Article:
A narrative invitation for the new year

I meant to post this earlier, but writing it proved to be more challenging than I anticipated. So, here it is, and it will be going up on my blog today too. I'm sorry I'm not always very good at getting things out to patreon a week early. I appreciate you supporting me even though I'm always doing things at the last minute. 

A post for those of us struggling with New Year's Eve.

cw: death

New Year looming

What do we do, we grieving and caught in heavy emotions, on New Year’s Eve, and on New Year’s Day, and in those early days of the year when we are surrounded by the cultural expectations of “new year, new you,” “turning over a new leaf,” “a new start,” and other markers of newness? Of beginning?

How do we take our unasked-for endings, our losses, our griefs, our pains and sadnesses, our unresolved hurts, into this new year? Into this new decade? What is the proper place for these ongoing experiences of loss?

What are we being asked to leave behind? And who is asking? And what does the asking reveal about what is valued and what is not?

I have been grappling with these questions for the last week. It is not the way I normally approach the new year, which has always been one of my favourite moments on the calendar. But this year, I am not ready. And when I posted about this on my social media, I realized that there are other folks who are also not ready. Many of us have struggled through this year, but are not ready for the new one to start. Many of us are approaching tonight’s symbolic shift from 2019 to 2020, from the ’10s to the ‘20s, with ambivalence or dread.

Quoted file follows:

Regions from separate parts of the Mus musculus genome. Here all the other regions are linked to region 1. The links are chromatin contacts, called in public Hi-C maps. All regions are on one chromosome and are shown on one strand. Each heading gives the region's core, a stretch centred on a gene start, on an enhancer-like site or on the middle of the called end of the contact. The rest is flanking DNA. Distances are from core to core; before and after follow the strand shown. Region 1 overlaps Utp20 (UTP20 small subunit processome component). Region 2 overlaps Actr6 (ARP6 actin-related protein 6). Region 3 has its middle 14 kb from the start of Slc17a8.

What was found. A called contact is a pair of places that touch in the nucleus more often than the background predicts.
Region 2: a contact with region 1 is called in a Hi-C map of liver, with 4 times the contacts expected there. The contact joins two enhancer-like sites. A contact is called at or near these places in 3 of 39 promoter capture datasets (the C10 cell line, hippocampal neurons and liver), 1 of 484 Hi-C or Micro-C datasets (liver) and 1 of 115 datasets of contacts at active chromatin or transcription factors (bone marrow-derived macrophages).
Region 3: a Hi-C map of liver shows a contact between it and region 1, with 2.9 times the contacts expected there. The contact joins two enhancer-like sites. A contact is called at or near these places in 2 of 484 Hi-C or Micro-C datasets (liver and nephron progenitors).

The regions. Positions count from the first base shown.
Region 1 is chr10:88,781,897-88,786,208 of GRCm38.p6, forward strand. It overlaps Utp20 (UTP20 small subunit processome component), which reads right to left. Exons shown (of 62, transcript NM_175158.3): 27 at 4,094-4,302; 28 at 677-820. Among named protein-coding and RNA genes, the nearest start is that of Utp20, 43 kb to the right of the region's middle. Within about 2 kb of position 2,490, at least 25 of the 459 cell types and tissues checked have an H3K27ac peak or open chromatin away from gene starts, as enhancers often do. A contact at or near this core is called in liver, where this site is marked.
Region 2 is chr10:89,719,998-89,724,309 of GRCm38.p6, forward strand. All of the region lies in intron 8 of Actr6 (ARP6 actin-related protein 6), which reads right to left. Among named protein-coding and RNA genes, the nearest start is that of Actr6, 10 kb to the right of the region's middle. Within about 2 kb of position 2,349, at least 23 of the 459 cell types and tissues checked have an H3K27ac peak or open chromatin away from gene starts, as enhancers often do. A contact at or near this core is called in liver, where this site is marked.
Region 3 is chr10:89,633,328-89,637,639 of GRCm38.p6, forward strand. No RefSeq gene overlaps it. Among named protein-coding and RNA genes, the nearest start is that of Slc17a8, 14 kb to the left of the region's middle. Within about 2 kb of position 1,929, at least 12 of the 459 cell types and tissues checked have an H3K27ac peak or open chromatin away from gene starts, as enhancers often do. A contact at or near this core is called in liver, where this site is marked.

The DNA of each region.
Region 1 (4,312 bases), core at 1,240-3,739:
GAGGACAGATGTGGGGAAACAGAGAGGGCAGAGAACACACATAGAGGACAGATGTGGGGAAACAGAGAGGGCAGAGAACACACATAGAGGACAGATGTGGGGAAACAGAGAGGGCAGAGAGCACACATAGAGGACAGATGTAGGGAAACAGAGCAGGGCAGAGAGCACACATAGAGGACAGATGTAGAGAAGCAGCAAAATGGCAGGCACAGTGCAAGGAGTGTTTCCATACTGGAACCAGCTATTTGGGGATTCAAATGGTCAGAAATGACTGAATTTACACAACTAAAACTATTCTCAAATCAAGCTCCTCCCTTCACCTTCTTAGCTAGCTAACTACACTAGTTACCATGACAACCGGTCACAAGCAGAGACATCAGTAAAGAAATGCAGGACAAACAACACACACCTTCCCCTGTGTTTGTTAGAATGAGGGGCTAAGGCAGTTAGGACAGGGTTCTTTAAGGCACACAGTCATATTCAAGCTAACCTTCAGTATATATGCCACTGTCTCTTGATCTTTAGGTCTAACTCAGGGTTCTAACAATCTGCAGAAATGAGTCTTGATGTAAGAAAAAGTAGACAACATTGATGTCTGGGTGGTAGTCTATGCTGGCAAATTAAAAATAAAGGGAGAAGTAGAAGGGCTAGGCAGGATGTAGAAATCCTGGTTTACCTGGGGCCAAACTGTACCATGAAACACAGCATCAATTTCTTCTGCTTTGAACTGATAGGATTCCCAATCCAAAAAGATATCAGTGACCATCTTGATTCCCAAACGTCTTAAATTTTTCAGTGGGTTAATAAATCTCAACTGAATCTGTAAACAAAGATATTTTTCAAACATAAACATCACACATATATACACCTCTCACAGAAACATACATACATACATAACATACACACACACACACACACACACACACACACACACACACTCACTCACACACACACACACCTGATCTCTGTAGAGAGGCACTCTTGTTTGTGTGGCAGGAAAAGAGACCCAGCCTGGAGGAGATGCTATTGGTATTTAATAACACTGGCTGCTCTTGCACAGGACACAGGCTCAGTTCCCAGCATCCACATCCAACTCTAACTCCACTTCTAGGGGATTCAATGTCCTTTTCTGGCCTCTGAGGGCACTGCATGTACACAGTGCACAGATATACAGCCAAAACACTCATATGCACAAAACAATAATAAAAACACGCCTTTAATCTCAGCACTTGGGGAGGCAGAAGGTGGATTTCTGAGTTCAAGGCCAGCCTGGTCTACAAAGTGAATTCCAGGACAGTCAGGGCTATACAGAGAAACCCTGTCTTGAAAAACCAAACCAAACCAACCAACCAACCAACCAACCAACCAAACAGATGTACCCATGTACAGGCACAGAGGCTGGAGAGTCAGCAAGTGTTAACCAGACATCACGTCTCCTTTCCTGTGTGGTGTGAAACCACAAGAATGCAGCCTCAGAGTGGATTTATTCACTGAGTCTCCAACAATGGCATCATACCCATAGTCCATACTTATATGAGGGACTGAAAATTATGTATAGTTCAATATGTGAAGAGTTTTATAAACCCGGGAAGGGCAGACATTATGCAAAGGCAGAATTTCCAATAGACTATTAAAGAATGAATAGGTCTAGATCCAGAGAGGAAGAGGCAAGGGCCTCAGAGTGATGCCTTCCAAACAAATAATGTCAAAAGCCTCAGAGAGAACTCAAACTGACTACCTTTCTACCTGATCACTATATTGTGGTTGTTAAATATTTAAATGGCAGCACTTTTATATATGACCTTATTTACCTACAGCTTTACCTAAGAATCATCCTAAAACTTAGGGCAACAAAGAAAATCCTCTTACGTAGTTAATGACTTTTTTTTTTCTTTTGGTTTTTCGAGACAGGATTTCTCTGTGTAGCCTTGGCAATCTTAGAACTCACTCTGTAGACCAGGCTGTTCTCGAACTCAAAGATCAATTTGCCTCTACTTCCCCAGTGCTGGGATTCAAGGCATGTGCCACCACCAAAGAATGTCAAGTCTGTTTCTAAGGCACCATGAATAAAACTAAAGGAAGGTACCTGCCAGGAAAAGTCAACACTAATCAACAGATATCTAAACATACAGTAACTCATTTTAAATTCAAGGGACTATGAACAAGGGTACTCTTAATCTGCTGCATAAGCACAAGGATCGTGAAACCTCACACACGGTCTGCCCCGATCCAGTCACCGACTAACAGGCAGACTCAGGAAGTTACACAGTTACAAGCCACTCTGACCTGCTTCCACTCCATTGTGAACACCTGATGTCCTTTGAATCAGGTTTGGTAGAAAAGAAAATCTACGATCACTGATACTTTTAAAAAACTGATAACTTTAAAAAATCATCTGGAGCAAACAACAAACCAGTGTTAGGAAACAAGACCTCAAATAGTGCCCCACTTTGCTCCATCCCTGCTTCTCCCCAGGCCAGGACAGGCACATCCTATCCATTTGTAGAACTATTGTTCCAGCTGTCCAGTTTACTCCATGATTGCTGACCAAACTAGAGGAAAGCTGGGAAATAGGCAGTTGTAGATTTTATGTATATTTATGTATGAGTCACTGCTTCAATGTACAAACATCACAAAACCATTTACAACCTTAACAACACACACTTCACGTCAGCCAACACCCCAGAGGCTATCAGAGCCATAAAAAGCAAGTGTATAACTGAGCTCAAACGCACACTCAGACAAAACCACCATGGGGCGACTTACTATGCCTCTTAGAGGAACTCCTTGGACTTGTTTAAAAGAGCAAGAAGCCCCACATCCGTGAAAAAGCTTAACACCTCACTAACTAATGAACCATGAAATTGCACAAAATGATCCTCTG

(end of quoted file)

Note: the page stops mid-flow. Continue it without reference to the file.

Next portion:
There are many reasons for this, but they share, I think, a sense of sadness and loss, a sense that we will be leaving something precious behind when the year is reborn, a sense of exhaustion and depletion. 

This post is meant as an act of solidarity, an offering to my community, an invitation to join with me, clinging to our stories and our selves and each other, rolling over this bumpy transition together.

If you’d like to jump straight to the narrative questions I put together for us, scroll down. 

How quickly the book of grief is written 

I made it through Christmas, and that made the loss more real. All the Christmas traditions that come from my dad and now live on without him, all my memories that now exist in glass, an amorphous solid, still flowing but not as liquid and shifting and dynamic as they were before death.